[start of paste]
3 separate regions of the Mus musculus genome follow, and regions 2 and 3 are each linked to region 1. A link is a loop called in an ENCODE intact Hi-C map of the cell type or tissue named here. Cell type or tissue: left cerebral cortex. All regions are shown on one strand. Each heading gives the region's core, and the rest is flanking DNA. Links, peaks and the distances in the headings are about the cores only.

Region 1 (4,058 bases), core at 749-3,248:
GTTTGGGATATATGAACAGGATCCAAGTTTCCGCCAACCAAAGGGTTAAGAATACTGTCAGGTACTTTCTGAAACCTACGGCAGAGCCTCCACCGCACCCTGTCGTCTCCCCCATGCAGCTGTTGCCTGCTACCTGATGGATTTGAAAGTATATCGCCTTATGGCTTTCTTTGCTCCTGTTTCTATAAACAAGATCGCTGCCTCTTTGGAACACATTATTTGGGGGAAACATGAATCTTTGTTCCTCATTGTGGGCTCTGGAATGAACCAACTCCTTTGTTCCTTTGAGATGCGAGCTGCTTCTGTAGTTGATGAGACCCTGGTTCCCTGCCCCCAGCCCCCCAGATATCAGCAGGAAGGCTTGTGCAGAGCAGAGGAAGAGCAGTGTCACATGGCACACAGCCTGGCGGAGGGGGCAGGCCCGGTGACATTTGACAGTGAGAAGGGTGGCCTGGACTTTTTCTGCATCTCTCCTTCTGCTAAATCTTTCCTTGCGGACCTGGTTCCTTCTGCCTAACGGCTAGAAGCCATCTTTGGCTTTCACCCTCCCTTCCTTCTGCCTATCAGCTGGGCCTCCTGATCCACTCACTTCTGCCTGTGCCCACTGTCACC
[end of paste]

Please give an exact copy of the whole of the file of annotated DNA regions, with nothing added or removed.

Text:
3 separate regions of the Mus musculus genome follow, and regions 2 and 3 are each linked to region 1. A link is a loop called in an ENCODE intact Hi-C map of the cell type or tissue named here. Cell type or tissue: left cerebral cortex. All regions are shown on one strand. Each heading gives the region's core, and the rest is flanking DNA. Links, peaks and the distances in the headings are about the cores only.

Region 1 (4,058 bases), core at 749-3,248:
GTTTGGGATATATGAACAGGATCCAAGTTTCCGCCAACCAAAGGGTTAAGAATACTGTCAGGTACTTTCTGAAACCTACGGCAGAGCCTCCACCGCACCCTGTCGTCTCCCCCATGCAGCTGTTGCCTGCTACCTGATGGATTTGAAAGTATATCGCCTTATGGCTTTCTTTGCTCCTGTTTCTATAAACAAGATCGCTGCCTCTTTGGAACACATTATTTGGGGGAAACATGAATCTTTGTTCCTCATTGTGGGCTCTGGAATGAACCAACTCCTTTGTTCCTTTGAGATGCGAGCTGCTTCTGTAGTTGATGAGACCCTGGTTCCCTGCCCCCAGCCCCCCAGATATCAGCAGGAAGGCTTGTGCAGAGCAGAGGAAGAGCAGTGTCACATGGCACACAGCCTGGCGGAGGGGGCAGGCCCGGTGACATTTGACAGTGAGAAGGGTGGCCTGGACTTTTTCTGCATCTCTCCTTCTGCTAAATCTTTCCTTGCGGACCTGGTTCCTTCTGCCTAACGGCTAGAAGCCATCTTTGGCTTTCACCCTCCCTTCCTTCTGCCTATCAGCTGGGCCTCCTGATCCACTCACTTCTGCCTGTGCCCACTGTCACC